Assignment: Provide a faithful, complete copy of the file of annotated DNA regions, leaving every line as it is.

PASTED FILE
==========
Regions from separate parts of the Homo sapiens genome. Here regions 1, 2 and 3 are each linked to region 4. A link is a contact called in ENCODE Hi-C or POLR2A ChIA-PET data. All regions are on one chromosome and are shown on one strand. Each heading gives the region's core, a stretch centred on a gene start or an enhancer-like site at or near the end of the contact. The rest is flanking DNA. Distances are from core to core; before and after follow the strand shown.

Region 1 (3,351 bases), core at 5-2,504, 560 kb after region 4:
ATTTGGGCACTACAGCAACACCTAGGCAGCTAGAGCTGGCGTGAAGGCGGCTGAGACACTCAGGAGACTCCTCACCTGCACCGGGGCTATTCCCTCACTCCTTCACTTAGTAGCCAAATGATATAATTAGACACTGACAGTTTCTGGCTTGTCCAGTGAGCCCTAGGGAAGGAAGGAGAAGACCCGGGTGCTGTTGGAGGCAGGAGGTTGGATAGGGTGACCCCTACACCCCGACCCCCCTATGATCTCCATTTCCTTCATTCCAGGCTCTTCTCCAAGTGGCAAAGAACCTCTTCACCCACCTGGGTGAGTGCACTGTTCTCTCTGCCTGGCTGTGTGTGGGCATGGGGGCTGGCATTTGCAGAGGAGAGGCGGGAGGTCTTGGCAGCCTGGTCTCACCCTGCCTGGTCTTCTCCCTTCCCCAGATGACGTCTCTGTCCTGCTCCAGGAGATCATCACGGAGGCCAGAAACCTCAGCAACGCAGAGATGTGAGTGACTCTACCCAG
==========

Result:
Regions from separate parts of the Homo sapiens genome. Here regions 1, 2 and 3 are each linked to region 4. A link is a contact called in ENCODE Hi-C or POLR2A ChIA-PET data. All regions are on one chromosome and are shown on one strand. Each heading gives the region's core, a stretch centred on a gene start or an enhancer-like site at or near the end of the contact. The rest is flanking DNA. Distances are from core to core; before and after follow the strand shown.

Region 1 (3,351 bases), core at 5-2,504, 560 kb after region 4:
ATTTGGGCACTACAGCAACACCTAGGCAGCTAGAGCTGGCGTGAAGGCGGCTGAGACACTCAGGAGACTCCTCACCTGCACCGGGGCTATTCCCTCACTCCTTCACTTAGTAGCCAAATGATATAATTAGACACTGACAGTTTCTGGCTTGTCCAGTGAGCCCTAGGGAAGGAAGGAGAAGACCCGGGTGCTGTTGGAGGCAGGAGGTTGGATAGGGTGACCCCTACACCCCGACCCCCCTATGATCTCCATTTCCTTCATTCCAGGCTCTTCTCCAAGTGGCAAAGAACCTCTTCACCCACCTGGGTGAGTGCACTGTTCTCTCTGCCTGGCTGTGTGTGGGCATGGGGGCTGGCATTTGCAGAGGAGAGGCGGGAGGTCTTGGCAGCCTGGTCTCACCCTGCCTGGTCTTCTCCCTTCCCCAGATGACGTCTCTGTCCTGCTCCAGGAGATCATCACGGAGGCCAGAAACCTCAGCAACGCAGAGATGTGAGTGACTCTACCCAG